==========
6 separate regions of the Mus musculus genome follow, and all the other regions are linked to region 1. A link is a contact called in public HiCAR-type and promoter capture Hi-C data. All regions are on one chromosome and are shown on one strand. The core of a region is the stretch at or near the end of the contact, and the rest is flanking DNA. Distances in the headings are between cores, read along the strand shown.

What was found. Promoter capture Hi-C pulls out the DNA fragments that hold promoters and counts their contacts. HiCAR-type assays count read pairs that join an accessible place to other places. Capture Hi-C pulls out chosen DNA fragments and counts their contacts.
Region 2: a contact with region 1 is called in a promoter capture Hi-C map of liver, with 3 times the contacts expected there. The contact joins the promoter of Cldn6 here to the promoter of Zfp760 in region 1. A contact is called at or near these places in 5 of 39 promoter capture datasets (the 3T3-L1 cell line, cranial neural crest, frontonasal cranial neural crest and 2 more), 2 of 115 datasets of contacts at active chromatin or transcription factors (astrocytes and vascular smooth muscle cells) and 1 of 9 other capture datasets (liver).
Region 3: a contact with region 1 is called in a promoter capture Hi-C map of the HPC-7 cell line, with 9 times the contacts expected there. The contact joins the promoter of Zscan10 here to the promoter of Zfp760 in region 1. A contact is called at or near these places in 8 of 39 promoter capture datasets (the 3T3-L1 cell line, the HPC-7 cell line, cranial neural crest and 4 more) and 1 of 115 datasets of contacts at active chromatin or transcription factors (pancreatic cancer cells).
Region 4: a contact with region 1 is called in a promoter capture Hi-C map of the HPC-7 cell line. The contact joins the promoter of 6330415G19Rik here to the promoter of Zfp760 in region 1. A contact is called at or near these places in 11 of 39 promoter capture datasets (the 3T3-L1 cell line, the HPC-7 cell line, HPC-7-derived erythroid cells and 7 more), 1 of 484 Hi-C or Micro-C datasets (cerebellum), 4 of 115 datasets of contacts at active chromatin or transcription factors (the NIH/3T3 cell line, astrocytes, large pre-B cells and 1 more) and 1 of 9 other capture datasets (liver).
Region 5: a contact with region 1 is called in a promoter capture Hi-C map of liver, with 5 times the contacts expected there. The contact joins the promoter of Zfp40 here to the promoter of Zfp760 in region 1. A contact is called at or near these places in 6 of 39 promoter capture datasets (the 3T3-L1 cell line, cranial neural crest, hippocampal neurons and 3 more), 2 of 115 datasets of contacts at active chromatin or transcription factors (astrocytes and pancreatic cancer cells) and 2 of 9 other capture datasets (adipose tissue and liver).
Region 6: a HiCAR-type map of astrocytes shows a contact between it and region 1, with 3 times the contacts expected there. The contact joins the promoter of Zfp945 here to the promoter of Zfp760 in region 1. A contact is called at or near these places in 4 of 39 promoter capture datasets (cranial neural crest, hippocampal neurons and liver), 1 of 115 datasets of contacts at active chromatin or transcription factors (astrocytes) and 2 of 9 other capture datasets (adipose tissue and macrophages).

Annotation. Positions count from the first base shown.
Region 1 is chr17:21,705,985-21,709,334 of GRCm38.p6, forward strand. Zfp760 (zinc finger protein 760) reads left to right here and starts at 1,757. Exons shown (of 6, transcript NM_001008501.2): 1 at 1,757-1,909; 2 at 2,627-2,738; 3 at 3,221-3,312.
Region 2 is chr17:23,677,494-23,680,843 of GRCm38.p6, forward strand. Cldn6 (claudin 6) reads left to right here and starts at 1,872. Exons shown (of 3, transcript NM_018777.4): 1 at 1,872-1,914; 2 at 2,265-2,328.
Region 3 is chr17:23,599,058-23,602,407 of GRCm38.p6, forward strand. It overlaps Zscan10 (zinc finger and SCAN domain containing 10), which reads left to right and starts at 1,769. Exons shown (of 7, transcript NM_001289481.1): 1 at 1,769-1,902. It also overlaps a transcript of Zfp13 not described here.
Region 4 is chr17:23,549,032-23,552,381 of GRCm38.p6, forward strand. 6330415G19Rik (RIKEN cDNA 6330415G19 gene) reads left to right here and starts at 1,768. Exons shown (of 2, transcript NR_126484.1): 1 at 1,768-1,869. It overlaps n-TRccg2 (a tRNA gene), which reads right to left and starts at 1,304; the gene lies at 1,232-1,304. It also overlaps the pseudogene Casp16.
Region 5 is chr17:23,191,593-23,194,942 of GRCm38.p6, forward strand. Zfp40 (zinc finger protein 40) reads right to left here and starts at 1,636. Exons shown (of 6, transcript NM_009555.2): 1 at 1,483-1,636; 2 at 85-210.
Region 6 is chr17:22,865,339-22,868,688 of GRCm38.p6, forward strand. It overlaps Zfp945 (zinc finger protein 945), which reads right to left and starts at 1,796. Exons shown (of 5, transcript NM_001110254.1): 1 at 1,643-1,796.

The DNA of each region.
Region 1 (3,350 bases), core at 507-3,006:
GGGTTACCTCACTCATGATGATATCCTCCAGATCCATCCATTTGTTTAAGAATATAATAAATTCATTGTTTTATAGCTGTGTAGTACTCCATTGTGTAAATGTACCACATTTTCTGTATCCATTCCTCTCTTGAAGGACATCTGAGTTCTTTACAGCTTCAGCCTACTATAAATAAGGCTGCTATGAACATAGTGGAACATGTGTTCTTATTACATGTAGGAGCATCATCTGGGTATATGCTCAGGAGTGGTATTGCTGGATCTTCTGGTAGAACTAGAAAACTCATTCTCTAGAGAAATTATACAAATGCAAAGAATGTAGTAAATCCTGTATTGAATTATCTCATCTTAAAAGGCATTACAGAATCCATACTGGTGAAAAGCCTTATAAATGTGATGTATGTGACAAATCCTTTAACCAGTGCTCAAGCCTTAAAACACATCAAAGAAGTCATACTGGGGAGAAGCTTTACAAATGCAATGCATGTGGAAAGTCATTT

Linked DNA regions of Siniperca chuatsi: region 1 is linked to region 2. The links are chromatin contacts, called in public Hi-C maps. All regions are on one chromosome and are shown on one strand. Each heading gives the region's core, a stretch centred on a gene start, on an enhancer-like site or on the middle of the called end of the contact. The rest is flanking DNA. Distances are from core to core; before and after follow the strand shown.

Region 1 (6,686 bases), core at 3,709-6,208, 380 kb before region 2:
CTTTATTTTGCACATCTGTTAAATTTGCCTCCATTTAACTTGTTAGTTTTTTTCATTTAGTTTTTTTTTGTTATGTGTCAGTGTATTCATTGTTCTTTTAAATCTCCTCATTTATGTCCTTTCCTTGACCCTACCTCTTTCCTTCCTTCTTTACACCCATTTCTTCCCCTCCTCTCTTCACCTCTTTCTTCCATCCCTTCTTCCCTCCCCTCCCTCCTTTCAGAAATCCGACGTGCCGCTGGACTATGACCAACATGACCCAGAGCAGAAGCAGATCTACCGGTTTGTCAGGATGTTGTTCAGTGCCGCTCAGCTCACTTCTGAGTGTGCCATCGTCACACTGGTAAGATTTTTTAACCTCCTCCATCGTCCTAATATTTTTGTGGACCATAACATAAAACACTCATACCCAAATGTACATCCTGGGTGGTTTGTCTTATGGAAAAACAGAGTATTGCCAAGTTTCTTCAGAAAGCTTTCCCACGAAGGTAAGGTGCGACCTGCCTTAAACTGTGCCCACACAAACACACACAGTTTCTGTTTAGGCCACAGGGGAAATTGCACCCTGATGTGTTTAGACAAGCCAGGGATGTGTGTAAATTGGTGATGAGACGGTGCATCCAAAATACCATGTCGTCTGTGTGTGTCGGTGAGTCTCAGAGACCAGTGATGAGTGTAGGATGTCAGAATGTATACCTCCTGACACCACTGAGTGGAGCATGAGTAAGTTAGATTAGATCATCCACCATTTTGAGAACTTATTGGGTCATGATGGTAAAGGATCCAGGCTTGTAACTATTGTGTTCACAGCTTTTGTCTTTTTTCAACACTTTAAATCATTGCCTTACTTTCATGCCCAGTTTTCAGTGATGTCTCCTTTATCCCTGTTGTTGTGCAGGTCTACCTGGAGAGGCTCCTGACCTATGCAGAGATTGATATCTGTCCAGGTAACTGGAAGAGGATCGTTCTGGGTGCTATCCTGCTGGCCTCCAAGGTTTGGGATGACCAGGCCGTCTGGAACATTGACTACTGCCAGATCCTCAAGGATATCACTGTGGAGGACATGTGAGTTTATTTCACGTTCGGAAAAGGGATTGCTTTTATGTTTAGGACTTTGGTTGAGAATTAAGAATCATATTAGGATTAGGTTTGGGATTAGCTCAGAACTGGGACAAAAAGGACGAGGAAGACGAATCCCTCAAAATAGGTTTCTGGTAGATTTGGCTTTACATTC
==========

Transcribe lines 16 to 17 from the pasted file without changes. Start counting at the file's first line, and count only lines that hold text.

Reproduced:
Region 1 (3,350 bases), core at 507-3,006:
GGGTTACCTCACTCATGATGATATCCTCCAGATCCATCCATTTGTTTAAGAATATAATAAATTCATTGTTTTATAGCTGTGTAGTACTCCATTGTGTAAATGTACCACATTTTCTGTATCCATTCCTCTCTTGAAGGACATCTGAGTTCTTTACAGCTTCAGCCTACTATAAATAAGGCTGCTATGAACATAGTGGAACATGTGTTCTTATTACATGTAGGAGCATCATCTGGGTATATGCTCAGGAGTGGTATTGCTGGATCTTCTGGTAGAACTAGAAAACTCATTCTCTAGAGAAATTATACAAATGCAAAGAATGTAGTAAATCCTGTATTGAATTATCTCATCTTAAAAGGCATTACAGAATCCATACTGGTGAAAAGCCTTATAAATGTGATGTATGTGACAAATCCTTTAACCAGTGCTCAAGCCTTAAAACACATCAAAGAAGTCATACTGGGGAGAAGCTTTACAAATGCAATGCATGTGGAAAGTCATTT